Ask: Why do I feel guilty after setting boundaries with my mentally ill brother?
“My brother, let’s call him Sam, (71 y/o) is brain damaged from an industrial accident 40 years ago. He functions somewhat but has very little “common sense” and has fanatical ideas of about God speaking to him and telling him to fight ISIS and have a new baby Jesus with a woman, etc…He has gone off his anti-psychotic medication so that is contributing greatly to his fanatical ideas… Off meds results eventually in a breakdown (deep depression) which has happened several times over the years, and the signs are there again. The family will then have to bail him out in many ways since he ends up in a mental hospital, without funds, without a place to live, and an inability to survive alone etc. He feels it’s his own business that he is off meds but obviously it is affecting many of us…he attacks me in emails, I mostly ignore it…So, I know to do my forgiveness work and let Holy Spirit do the rest. That work is constantly with me whenever thoughts of Sam come up. Maybe that answers the esoteric part of this, but I feel a responsibility to my brother, as a Son of God, but especially as a sibling. What does ACIM say about the mentally disturbed? Right now, after this past week of frustration with him, I am disengaging from him, just responding to emails of inquiry on non-hot subjects and I continue to send him Light and Love. I still feel guilt there though, so something isn’t right yet! More forgiveness work. Any light you can shine on this?...” – JP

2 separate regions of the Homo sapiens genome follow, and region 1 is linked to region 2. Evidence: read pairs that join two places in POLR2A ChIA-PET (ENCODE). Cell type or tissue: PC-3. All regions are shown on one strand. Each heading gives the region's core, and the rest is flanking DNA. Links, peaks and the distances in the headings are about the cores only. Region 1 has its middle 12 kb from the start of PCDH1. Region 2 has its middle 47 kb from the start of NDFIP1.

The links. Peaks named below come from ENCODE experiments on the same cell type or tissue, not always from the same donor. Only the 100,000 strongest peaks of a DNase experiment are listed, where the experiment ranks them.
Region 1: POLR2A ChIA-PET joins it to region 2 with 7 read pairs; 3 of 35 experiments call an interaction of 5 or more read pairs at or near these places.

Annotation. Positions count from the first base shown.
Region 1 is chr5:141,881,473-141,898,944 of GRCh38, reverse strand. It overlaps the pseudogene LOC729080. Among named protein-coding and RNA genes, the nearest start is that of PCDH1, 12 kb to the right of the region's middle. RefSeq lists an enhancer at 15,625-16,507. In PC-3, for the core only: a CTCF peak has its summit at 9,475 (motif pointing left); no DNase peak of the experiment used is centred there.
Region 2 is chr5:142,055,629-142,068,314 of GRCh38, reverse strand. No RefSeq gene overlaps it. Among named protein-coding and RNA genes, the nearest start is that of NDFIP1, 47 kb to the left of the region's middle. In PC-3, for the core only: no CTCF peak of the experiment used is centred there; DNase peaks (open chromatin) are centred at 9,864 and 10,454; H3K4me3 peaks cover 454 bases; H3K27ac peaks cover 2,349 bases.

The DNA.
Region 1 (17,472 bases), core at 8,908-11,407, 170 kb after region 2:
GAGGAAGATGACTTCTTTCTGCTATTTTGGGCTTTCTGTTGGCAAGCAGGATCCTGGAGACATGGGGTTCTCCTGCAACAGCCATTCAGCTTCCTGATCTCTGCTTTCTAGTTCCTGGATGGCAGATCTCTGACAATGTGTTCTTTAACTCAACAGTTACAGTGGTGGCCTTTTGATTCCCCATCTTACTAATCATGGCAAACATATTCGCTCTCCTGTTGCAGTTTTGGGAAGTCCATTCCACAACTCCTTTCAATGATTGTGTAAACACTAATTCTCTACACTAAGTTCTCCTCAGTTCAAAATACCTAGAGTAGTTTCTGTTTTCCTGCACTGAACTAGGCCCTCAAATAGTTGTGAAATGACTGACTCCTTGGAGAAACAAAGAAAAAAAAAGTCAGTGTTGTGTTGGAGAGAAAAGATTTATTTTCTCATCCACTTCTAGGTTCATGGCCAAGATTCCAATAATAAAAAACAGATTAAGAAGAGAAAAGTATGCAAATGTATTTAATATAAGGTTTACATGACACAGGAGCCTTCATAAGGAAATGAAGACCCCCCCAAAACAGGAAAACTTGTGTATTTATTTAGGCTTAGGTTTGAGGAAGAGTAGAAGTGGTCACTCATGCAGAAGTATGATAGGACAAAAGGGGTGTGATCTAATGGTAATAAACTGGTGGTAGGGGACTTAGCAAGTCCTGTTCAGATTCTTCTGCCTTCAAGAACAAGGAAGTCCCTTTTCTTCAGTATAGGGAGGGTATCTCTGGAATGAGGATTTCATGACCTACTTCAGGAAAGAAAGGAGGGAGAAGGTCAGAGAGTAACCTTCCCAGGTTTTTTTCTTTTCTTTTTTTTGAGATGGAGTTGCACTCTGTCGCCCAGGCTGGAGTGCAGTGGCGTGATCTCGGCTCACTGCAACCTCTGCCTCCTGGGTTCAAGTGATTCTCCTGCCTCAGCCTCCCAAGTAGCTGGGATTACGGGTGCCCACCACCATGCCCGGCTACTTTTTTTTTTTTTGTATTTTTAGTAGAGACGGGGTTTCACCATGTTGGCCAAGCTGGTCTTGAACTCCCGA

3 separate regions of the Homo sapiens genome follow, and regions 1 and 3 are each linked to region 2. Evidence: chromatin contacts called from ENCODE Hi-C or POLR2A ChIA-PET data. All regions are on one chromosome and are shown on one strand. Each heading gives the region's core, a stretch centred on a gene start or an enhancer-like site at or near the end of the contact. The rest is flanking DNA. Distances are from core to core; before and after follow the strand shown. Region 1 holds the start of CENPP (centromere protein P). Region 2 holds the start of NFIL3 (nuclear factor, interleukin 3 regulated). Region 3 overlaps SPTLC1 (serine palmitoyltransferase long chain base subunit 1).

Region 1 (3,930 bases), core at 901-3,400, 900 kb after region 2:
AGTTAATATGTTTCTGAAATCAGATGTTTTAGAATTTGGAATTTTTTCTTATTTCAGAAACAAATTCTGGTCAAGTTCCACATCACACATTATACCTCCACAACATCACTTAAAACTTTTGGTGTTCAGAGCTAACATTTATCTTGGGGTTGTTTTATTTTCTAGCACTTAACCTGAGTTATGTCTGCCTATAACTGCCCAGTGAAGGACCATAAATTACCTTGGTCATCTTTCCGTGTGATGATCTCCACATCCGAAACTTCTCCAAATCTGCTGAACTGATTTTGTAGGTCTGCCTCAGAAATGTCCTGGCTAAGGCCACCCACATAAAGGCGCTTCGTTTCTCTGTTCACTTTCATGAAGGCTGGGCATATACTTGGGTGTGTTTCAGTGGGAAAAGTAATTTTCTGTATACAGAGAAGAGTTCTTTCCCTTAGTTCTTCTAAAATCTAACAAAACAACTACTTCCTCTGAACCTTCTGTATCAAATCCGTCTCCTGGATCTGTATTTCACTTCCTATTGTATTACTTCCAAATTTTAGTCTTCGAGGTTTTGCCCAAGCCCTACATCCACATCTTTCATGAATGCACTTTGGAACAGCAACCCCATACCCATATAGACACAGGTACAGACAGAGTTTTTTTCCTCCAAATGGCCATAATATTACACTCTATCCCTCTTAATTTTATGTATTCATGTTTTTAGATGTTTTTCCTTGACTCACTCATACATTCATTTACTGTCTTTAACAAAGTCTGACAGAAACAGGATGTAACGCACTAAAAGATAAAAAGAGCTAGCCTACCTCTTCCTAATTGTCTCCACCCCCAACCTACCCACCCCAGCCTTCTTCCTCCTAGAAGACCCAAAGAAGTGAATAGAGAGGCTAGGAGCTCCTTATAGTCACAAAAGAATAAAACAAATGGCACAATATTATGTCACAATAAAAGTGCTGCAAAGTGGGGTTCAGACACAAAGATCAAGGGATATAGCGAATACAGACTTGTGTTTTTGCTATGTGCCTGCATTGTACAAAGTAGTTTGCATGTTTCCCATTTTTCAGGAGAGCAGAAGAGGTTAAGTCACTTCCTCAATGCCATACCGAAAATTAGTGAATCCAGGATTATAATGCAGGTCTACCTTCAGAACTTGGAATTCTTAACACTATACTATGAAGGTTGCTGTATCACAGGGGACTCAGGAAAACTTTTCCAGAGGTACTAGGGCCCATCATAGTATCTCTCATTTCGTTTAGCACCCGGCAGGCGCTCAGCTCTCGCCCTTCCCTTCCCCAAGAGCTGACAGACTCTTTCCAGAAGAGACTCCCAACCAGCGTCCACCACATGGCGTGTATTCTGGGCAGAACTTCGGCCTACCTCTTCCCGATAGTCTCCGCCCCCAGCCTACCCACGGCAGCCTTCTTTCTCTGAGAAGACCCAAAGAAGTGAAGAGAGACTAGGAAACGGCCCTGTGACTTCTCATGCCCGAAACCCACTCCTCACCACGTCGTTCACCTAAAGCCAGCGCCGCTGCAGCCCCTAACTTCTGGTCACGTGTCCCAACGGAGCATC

You have a social-moral responsibility for the physical care of a mentally ill member of your family. It is not fair but that is the way of the world. And that is where your responsibility for “Sam” ends. You cannot change the mind or behavior of what are considered healthy adults in the world so you certainly cannot expect to do so for the mentally ill! Beyond encouraging him to take his medication there really is nothing else you can do for him but let him know that you love him. But loving him does not mean putting up with abuse from him. You have taken wise action by putting up boundaries with Sam to keep yourself away from his abuse and engaging with him on a limited basis. Now you need to extend those boundaries within yourself so that you stop taking more responsibility for him than is really yours.
You need to ask yourself why you feel you have more responsibility for Sam than you do. Who says so? Where did that idea come from? How deep does it run? Is it based on fact or on false ideas? Do you take responsibility that is not yours in other areas of your life? This may be part of a larger pattern. When you have worked that out and released (forgiven) yourself from a false sense of responsibility you will find that the guilt falls away.
If you find yourself resenting the time, money, and energy that you have to put into your social-moral responsibility toward Sam then you need to look at what stories you tell yourself about the situation. For example, that it is wrong and that you are a victim. You react to the story you tell yourself, not to the situation, which has no meaning in itself. So it is the story in your mind that you have to forgive (release). So sort out the story (“I’m a victim of my brother.” Or “I’m a victim of this situation.” Or “This is my punishment for…” etc. ) from the facts (“This body has a social-moral obligation to take care of that body. This has no meaning. It is not personal. I am not being attacked. I am not being punished.” Etc.) When you release (forgive) the story you will be freed from resentment.
Learn about the books The ACIM Mentor Articles, The Plain Language A Course in Miracles, 4 Habits for Inner Peace, and Releasing Guilt for Inner Peace at www.acimmentor.com.